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A dirty (yet open) secret about innovation is that most great breakthroughs don’t happen thanks to a single lone genius.
While history is full of stories of famous inventors, who are often national heroes, in almost every case they were just the first people to improve an existing system to the final stage where it achieved mass appeal.
Think of how scientific discoveries from hundreds of years ago inspired the works of subsequent generations of scientists.
Or how the iPod revolutionised personal music thanks to the combination of progress in the disparate fields of digital music compression, hard drive miniaturisation, cheap ARM microprocessors and various other technological innovations.
As Isaac Newton so famously said in 1676:
If I have seen further, it is by standing on the shoulders of giants
In the video above, we find out about 10 famous inventions that were the culmination of efforts by dozens or hundreds of people:
1. Galileo and the telescope
While Galileo is often credited with devising the first telescopes, there was actually a Dutch man called Hans Lippershay who had been making magnification devices using the ever improving qualities of glassmaking at the time.
Allegedly, Galileo heard about these and decided to build his own, even making some improvements in the process. He was also the first person to use these new optics as a scientific instrument, which is where his real value was added.
2. James Watt and the steam engine
When I was in high school, my science teacher thought it was funny to ask “What was the name of the man who invented the steam engine?” Hilarious, because “Watt” was the answer, so the question was also a statement.
Only steam engines predated Watt’s design by almost 60 years. Englishman Thomas Savery patented the first steam engine design in 1698, to remove water from coal mines. Subsequently, Thomas Newcomen improved the design to work at atmospheric pressure, which became the standard design for about 50 years.
Watt’s real innovation was designing the engine with a separate condenser, which made the whole process significantly more efficient.
3. Eli Whitney and the cotton gin
During times of slavery in the USA, Georgia predominantly grew cotton which had shorter fibres. This didn’t work well with the machines at the time which tried to remove seeds from the fibres (roller gins), and required a lot of manual work. So the state of Georgia sponsored an engineering push to come up with a better design.
Whitney improved on the roller gins by replacing the solid rollers with wire teeth.
While this significantly improved the production ability for cotton, it also had the sad side effect of increasing the demand for slaves to man the fields.
4. Elisha Otis and the elevator
Devices capable of lifting people into tall buildings have existed since the ancient Egyptians. And as the industrial revolution and the growth of cities led to taller buildings being constructed, people became tired of having to climb multiple flights of stairs. So elevators were invented, using either steam or electric engines which pulled up elevators with ropes.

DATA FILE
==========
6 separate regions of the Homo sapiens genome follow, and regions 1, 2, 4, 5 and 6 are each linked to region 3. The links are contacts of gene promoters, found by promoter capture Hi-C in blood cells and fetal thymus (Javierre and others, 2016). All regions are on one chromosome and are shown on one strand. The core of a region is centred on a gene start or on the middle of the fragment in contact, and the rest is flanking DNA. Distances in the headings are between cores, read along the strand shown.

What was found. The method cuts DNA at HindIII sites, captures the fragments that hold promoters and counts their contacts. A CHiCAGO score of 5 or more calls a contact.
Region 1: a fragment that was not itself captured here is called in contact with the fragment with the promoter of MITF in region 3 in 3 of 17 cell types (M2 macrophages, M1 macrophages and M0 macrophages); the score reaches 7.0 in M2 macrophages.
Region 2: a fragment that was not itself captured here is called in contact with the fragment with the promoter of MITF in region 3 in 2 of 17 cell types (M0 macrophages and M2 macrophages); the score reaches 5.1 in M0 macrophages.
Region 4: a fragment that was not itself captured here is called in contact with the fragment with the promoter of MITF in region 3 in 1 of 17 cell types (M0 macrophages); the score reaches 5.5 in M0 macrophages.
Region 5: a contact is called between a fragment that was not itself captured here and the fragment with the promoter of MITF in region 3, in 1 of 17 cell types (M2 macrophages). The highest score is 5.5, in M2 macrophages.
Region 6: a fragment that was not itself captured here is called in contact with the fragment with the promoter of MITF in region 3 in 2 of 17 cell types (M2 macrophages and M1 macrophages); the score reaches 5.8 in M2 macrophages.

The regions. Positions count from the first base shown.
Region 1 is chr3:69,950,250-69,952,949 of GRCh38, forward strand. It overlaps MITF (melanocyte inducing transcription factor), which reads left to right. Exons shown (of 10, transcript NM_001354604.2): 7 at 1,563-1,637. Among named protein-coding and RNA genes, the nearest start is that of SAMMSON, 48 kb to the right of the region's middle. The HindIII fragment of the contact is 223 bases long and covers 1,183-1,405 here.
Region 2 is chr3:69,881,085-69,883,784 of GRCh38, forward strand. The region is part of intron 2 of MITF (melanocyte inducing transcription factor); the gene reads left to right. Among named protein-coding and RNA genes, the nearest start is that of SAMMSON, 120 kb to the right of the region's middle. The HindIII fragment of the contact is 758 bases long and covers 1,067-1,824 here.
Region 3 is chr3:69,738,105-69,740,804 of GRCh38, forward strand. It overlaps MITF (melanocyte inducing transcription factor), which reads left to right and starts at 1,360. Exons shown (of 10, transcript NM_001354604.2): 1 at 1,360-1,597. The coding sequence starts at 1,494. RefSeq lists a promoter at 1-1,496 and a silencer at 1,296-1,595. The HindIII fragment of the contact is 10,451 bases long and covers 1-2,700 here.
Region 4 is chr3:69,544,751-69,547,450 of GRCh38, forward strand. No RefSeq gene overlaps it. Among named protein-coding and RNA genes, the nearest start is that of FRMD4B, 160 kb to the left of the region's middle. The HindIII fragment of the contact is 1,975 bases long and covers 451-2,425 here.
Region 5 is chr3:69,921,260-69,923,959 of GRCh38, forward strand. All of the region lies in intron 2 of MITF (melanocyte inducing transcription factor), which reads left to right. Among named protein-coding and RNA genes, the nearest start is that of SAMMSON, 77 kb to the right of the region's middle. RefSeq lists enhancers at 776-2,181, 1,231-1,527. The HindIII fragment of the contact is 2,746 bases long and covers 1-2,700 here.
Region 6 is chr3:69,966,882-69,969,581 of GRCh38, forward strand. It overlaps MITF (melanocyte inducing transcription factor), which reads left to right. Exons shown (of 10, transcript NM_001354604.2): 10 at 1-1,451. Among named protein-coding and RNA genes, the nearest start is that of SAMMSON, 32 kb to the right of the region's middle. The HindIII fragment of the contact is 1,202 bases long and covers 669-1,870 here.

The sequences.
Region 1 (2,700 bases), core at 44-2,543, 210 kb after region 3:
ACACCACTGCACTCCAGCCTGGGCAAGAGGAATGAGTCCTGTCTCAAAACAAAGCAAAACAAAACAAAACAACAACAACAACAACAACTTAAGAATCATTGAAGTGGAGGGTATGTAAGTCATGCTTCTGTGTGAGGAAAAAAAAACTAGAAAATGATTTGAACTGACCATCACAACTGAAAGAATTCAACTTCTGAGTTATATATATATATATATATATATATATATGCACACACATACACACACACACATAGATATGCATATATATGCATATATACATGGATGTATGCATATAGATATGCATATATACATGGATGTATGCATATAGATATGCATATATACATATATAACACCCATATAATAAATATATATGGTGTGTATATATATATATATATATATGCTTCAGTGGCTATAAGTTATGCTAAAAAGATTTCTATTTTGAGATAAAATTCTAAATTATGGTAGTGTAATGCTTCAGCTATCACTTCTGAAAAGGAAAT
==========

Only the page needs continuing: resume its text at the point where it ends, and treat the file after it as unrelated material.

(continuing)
However, ropes have a tendency to break. And even being in an elevator only a few storeys high, if the rope broke and you plummeted with the carriage it would result in at least severe injury, if not death.
Otis actually invented the safety break, which would stop the elevator from crashing if it was activated by sudden falling when a rope broke. This removed a major risk of death from buildings taller than a few storeys, and spurred on the building of the first skyscrapers.
5. Thomas Edison and the light bulb
It is perhaps the most famous invention of all time, and its symbol actually epitomises the concept of an idea.
And yet, Thomas Edison didn’t invent the light bulb. Not the glass bulb, or the glowing filament inside it. He merely improved the previous designs to the point that they became commercially practical, in 1880.
The first electric light device, called an Arc-Lamp, was developed by Humphry Davy about 78 years before that, but didn’t last long and was far too bright. In 1850, Joseph Swan found that carbonised paper was a much better material for a filament and used them to make light bulbs. However, he couldn’t get his design to be efficient or long-lasting.
After further experimentation, both Swan and Edison found subsequently better materials, and eventually their two companies merged to market their new improved design together, though most people only remember Edison.
6. Guglielmo Marconi and the Radio
In the 1890s, both Marconi and Nikola Tesla were fighting to develop the radio. Tesla actually received more of the early patents for the technology. However, the initial discovery of electromagnetic radiation was actually made a decade earlier by German scientist Heinrich Hertz, who was able to both transmit and receive radio waves in his lab.
However, he couldn’t think of any practical applications for his discovery.
It was later Marconi who was able to take all these technologies and turn them into a commercial product.
7. Henry Ford and the car
Ford released the Model T in 1908, and it was the first car to gain mass market appeal and success at a time when many people still travelled by horse.
However, the car as powered by an internal combustion engine was actually created by Karl Benz in 1885, and many other engineers subsequently improved on the design for better efficiency, comfort and performance.
What Ford achieved was improve the production process of the machine. His assembly line improved production efficiency significantly, bringing down the cost of each unit to a price point where people could actually afford it.